A private medical facility will open in Brookings soon with the specific goal of serving area residents who have difficulty obtaining basic health care.
The Oak Street Health Care Center is scheduled to open in late July or early August, according to Robert Gessele, administrator of the new facility and the existing Brookings Harbor Medical Center.
Gessele said the facility will focus on meeting the needs of Oregon Health Plan (OMAP), under-insured, non-insured and Medicare patients.
According to OMAP officials, he said, 1,500 patients are not being seen by a provider in the Brookings area on a regular basis, or they havent established regular contact with a health-care provider.
Access to medical care is a big issue here, and its not just with this issue, but also, for example, with access to a hospital.
Gessele said the effort to establish this kind of medical facility has been ongoing and taken a series of turns, especially during the past year.
He said the journey to opening the center began in earnest in May 2000 when Dr. Mark Silver, owner of Brookings Harbor Medical Center, bought the former Pacific Medical Center building at 446 Oak Street with the intent of opening a private clinic to meet this need.
In September 2000, Mayor Bob Hagbom set up the Improved Medical Access Committee (IMAC) to address the need for improved medical care for everyone in the community.
IMAC applied for a three-year grant through the U.S. Department of Health and Human Services for $282,692, according to Gessele, who presently serves as the chairman of IMAC. The hope was to have a publicly run center, so Dr. Silver deferred to IMACs efforts.
Gessele said the grant proposal was to provide a reimbursement for existing providers at Medicare rates during the first year, while developing methods to develop a free-standing clinic by the second year.
By the third year it was hoped a free-standing and self-supporting clinic would be operating, serviced by a family nurse practitioner, he said.
In May, the committee was informed that the Department of Health andamp; Human Services Rural Health Outreach Grant program had approved the application, but that the project wasnt one of 12 applications funded.
Gessele said at that point, Dr. Silver felt it was imperative that the need to provide health care for this group of under-serviced people needed to be addressed.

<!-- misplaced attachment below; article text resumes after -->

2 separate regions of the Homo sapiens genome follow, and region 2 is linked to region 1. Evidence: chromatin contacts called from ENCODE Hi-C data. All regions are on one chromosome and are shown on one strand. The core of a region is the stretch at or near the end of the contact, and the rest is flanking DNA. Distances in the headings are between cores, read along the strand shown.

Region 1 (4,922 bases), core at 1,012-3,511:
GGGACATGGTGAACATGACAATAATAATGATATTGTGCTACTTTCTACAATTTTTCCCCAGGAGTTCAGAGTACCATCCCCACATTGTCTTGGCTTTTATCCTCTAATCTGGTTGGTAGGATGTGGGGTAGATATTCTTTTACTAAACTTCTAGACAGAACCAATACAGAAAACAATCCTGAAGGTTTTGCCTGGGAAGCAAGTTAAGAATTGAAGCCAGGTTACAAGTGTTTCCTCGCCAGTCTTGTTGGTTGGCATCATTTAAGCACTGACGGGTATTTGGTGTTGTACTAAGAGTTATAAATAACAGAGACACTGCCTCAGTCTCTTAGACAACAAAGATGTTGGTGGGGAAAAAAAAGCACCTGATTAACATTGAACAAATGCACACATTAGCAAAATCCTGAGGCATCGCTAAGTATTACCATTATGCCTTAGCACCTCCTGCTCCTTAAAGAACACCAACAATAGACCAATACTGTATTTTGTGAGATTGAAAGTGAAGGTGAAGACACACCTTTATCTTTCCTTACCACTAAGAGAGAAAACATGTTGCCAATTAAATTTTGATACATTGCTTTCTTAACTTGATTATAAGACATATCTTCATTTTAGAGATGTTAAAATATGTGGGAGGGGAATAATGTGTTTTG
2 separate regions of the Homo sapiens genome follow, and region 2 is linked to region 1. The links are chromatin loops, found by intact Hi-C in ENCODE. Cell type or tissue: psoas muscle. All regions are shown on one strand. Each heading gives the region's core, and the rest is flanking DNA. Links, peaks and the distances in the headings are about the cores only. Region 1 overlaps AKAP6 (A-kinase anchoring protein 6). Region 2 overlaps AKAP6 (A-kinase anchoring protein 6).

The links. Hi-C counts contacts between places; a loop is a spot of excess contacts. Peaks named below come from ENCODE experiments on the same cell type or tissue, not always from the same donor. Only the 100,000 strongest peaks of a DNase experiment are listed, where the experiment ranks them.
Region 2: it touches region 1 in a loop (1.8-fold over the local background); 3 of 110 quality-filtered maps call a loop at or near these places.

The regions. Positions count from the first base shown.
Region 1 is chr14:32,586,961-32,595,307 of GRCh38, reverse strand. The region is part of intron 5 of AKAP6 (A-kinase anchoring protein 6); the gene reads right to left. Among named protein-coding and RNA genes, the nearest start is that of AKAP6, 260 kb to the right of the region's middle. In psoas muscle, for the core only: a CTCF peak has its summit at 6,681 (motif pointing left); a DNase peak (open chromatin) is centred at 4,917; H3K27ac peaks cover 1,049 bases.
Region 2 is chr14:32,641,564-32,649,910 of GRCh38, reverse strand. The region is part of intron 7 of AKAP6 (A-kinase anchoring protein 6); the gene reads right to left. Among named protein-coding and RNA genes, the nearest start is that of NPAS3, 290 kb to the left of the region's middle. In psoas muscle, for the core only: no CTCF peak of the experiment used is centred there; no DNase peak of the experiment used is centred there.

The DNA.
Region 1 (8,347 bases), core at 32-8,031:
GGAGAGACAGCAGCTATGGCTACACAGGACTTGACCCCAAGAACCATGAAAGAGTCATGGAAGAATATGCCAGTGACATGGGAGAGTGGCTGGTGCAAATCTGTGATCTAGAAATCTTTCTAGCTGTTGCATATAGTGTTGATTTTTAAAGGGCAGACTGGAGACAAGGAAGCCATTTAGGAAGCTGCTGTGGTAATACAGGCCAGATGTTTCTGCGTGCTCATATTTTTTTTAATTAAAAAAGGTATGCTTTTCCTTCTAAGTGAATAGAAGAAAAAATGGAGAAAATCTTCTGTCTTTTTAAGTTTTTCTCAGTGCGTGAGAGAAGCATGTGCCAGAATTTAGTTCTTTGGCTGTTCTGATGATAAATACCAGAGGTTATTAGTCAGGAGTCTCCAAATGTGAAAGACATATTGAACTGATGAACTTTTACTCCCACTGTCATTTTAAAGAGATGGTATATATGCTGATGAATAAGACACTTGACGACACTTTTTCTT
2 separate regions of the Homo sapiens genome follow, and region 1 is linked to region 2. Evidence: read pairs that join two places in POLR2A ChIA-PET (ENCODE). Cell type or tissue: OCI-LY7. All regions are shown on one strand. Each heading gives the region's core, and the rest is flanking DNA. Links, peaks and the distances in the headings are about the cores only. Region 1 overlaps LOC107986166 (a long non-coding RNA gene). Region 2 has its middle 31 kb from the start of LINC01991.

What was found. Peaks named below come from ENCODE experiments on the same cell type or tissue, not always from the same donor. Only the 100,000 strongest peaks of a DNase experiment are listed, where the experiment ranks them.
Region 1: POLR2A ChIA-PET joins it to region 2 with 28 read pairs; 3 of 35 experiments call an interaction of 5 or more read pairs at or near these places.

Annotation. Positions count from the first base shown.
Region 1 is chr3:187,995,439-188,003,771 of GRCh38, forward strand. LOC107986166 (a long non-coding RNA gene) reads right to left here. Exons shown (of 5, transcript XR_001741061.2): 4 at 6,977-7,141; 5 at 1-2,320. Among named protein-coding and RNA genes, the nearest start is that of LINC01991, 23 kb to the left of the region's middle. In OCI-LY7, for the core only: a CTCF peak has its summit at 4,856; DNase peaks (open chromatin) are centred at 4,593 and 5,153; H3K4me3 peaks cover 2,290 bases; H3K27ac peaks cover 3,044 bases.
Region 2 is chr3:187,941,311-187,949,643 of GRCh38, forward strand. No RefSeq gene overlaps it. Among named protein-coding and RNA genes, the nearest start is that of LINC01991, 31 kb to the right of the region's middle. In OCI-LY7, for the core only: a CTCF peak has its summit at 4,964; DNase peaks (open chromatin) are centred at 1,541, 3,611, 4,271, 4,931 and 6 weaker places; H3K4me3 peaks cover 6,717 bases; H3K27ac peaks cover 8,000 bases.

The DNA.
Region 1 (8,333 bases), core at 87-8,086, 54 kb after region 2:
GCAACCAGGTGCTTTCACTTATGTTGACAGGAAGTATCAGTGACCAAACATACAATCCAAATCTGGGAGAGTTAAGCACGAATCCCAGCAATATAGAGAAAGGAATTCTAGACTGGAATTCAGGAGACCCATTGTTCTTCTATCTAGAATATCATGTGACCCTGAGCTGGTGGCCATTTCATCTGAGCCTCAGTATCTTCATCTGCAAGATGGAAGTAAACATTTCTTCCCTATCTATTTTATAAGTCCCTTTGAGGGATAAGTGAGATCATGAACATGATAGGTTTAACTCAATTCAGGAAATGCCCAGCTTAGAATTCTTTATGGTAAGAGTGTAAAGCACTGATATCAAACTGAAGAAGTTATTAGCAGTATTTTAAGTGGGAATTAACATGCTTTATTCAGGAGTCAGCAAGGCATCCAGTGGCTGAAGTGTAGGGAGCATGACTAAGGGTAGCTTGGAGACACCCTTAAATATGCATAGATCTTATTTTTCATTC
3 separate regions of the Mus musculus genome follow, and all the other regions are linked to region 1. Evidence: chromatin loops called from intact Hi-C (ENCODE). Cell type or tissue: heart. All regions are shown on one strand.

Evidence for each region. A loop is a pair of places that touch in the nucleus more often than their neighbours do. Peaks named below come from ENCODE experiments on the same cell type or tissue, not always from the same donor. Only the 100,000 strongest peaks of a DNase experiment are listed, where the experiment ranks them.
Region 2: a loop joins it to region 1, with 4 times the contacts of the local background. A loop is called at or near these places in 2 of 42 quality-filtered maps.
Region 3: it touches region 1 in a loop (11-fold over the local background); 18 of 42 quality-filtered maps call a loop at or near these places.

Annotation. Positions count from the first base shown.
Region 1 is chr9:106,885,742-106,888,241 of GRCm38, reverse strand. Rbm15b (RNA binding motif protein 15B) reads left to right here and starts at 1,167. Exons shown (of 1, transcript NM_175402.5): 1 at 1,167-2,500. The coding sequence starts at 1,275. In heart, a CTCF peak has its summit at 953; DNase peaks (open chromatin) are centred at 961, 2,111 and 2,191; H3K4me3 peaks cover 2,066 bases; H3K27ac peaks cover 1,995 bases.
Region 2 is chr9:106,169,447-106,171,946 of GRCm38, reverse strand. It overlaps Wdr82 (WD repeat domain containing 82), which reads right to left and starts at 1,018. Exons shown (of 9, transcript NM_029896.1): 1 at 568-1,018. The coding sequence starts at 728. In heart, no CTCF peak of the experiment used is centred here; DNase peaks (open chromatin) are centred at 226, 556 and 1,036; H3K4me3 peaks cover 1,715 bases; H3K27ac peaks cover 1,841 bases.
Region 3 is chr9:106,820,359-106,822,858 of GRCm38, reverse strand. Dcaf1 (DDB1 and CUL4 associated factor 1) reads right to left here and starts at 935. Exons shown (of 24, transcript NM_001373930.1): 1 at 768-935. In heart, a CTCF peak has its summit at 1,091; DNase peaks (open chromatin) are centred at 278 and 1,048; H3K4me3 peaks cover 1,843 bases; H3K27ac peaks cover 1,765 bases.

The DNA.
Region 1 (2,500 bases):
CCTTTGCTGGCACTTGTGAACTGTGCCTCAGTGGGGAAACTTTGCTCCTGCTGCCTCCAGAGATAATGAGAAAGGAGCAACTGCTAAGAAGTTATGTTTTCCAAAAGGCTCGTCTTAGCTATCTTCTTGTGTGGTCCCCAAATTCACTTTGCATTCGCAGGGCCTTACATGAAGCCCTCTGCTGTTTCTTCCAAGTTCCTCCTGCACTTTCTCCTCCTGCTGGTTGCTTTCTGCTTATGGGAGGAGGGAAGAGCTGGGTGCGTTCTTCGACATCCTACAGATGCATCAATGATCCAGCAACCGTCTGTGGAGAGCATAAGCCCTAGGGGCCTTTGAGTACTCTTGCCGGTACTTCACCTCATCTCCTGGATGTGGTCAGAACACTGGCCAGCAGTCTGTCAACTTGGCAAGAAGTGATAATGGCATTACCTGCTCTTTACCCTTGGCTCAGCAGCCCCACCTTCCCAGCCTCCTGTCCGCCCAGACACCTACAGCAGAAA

IMAC was more open to the project at that point, he said. They saw we were trying to at least provide some solution.
We realize it is not the complete and total solution, but its a step in the right direction to resolving it.
Hagbom said the city is supportive of Dr. Silvers decision. We started this whole effort to improve services to OMAP and under-insured and non-insured patients. We formed IMAC to facilitate this particular endeavor.
Anything that can bring this to fruition, well be behind. It will help fill the gap.
The mayor said the city and the committee will continue to pursue more solutions to the issue.
We would like to have air ambulance flights directly into our airport instead of patients having to go to a hospital first, he said.
We continue to work in that direction. Well do anything we can do to facilitate improved health care to our community.
Bill Boynton, medical access committee member, said Oak Street Center was the obvious next step after the grant proposal wasnt funded.
This is an outgrowth of the need that persists for (OMAP) and under-insured patients who live in Brookings, he said. It was obvious we were no closer to resolution when we lost the grant proposal.
Its necessary to see these patients are taken care of. In my own personal opinion, Oak Street has gone a long way to resolve the original mission the mayor sent out.
Boynton said the committee sees the new clinic as a positive step, not a negative one. This is one of many missions IMAC hopes to see come to fruition in the future. There has been no controversy about the clinic within IMAC.
Gessele said a provider had already been hired. Kathryn Wood, a family nurse practitioner with more than 20 years experience, will be seeing patients when the center opens.
Most recently, Wood has worked as a nurse practitioner with Urgent Care in Klamath Falls.
She is licensed in both Oregon and California, so Oak Street will be able to accept insurance from both states.
Initially, the health center will also employ a licensed nurse and receptionist. Gessele said the hiring process was already underway to fill those positions.
The clinic will be open Monday through Friday from 10 a.m. until 7 p.m., in an effort to accommodate most patients.
We may increase the hours to be open a little later, he said, depending on the demand. We would need to adjust our staffing if we do so.
Since the Oak Street building had been previously used as a clinic, it was basically ready to go functional, Gessele said.
He added that the clinic is an entirely autonomous entity from the Brookings Harbor Medical Center.
It is a separate and distinct business, he said. It is its own corporation.
Honestly, it is not viewed as a moneymaker. We are just hoping to break even.
Gessele said the center will seek public input. Community involvement is desired. We want the publics recommendations on policy and procedures.
We want to ensure the clinic will focus on community needs, so we will be forming an advisory board, a steering committee and we hope to have that in place when we get up and running.
The Oak Street Health Care Center is already well through the process of obtaining required credentials, according to Gessele. It will accept most commercial insurance providers and is open to the general public.
Necessary referrals by Wood will go through a regional referral panel, Gessele said.